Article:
Friday, September 09, 2005

Measuring Success in Iraq

Critics of the Bush administration have the annoying tendency of not only failing to offer any plan of their own, but also changing their criteria for success when we embark on a challenge.

In 2004 a friend and I wrote an editorial that was published in two papers (including the much-criticized N&O - a rare moment of excellence on behalf of the paper). The piece pinned down one liberal (Thomas Friedman) who actually had the courage to propose six measures of success for Iraq. Since we wrote the article Friedman has forgotten his own measures and has frequently veered into the same kind anti-Bush insanity that has so dishonored so many on the left.

Still, it may be of some value to look at the editorial again a year later and see how we are doing. Of the six criteria Friedman proposed, we judged success in 3 and progress in 3 as of the fall of 2004. I now think numbers 4 and 6 below are also a success, but you judge:

Measuring Success in Iraq
By Scott C. Pierce and Charles J. McLaughlin

Measuring success in Iraq has proven to be a difficult task. Backers of the administration tout the thousands of schools opened, the capture of Saddam and the impressive achievements on a timeline relative to reconstruction in Japan and Germany. Critics of the administration keep a daily body count of American casualties, develop a conspiracy theory every week concerning Halliburton and claim that we are not safer even with Saddam in captivity. Most Americans, while supportive of the war, the capture of Saddam and the performance of President Bush, probably shift their view of success depending on the latest news. Explosions, helicopters down and coalition deaths damper our enthusiasm, while days of relative calm, letters from soldiers serving there and stories focusing on success (though hard to find in the popular press) cheer us.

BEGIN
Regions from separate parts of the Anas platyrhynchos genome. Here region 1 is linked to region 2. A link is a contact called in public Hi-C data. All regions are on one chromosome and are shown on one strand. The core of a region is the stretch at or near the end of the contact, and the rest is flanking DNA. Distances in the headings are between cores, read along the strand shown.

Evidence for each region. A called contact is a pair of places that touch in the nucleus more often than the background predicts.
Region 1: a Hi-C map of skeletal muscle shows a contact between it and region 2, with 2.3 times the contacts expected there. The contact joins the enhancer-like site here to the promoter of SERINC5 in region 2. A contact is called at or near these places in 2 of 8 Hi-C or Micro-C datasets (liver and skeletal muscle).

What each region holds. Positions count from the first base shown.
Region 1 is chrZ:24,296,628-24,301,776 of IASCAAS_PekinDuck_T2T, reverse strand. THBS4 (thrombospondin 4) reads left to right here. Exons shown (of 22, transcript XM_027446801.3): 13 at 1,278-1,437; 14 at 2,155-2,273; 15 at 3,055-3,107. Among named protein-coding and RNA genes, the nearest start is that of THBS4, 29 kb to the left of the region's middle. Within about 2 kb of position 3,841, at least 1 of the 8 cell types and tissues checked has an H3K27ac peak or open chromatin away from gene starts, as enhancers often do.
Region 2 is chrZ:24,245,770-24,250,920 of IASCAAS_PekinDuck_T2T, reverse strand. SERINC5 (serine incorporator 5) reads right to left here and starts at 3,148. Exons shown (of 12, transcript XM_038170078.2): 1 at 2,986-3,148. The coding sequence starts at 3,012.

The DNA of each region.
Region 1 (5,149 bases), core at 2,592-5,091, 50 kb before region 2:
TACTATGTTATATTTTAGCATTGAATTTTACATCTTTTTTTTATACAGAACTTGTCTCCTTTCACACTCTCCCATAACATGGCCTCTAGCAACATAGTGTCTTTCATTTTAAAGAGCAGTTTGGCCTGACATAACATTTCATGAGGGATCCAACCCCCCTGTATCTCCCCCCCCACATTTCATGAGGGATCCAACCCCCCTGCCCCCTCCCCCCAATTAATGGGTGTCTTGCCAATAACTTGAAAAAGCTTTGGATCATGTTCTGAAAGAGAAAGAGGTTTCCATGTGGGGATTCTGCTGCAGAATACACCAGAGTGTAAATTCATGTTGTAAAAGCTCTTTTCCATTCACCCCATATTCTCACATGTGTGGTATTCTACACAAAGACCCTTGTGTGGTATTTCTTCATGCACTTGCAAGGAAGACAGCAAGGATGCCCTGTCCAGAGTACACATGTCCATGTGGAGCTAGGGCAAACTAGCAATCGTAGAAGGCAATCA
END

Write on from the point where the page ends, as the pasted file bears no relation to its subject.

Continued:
In searching for a true measure of success, we should seek criteria developed prior to or just after the invasion began. Establishing fixed measures of success eliminate the temptation of commentators to shift their criteria as the situation changes. These criteria should come from someone with expertise in the area, preferably someone who is neither intensely partisan nor completely irrational.

Thomas Friedman’s recent collection of essays, “Longitudes and Attitudes,” offers us just such an opportunity. His column from March 26, 2003, titled “Milestones for the War” offers six sober and responsible measures of success for the U.S. and coalition forces in Iraq. Friedman has traveled extensively in the Middle East and has written two books (“From Beirut to Jerusalem” and “The Lexus and the Olive Tree”) dealing to some degree with the regional problems and issues. While he has been a consistent critic of the administration, he hasn’t fallen into the Angry Left hatred of Bush that has marred the objectivity of other liberal columnists, including some of his Times’ colleagues. As a result, even with his strong liberal credentials, Friedman is widely respected by the political right as a thoughtful and measured writer.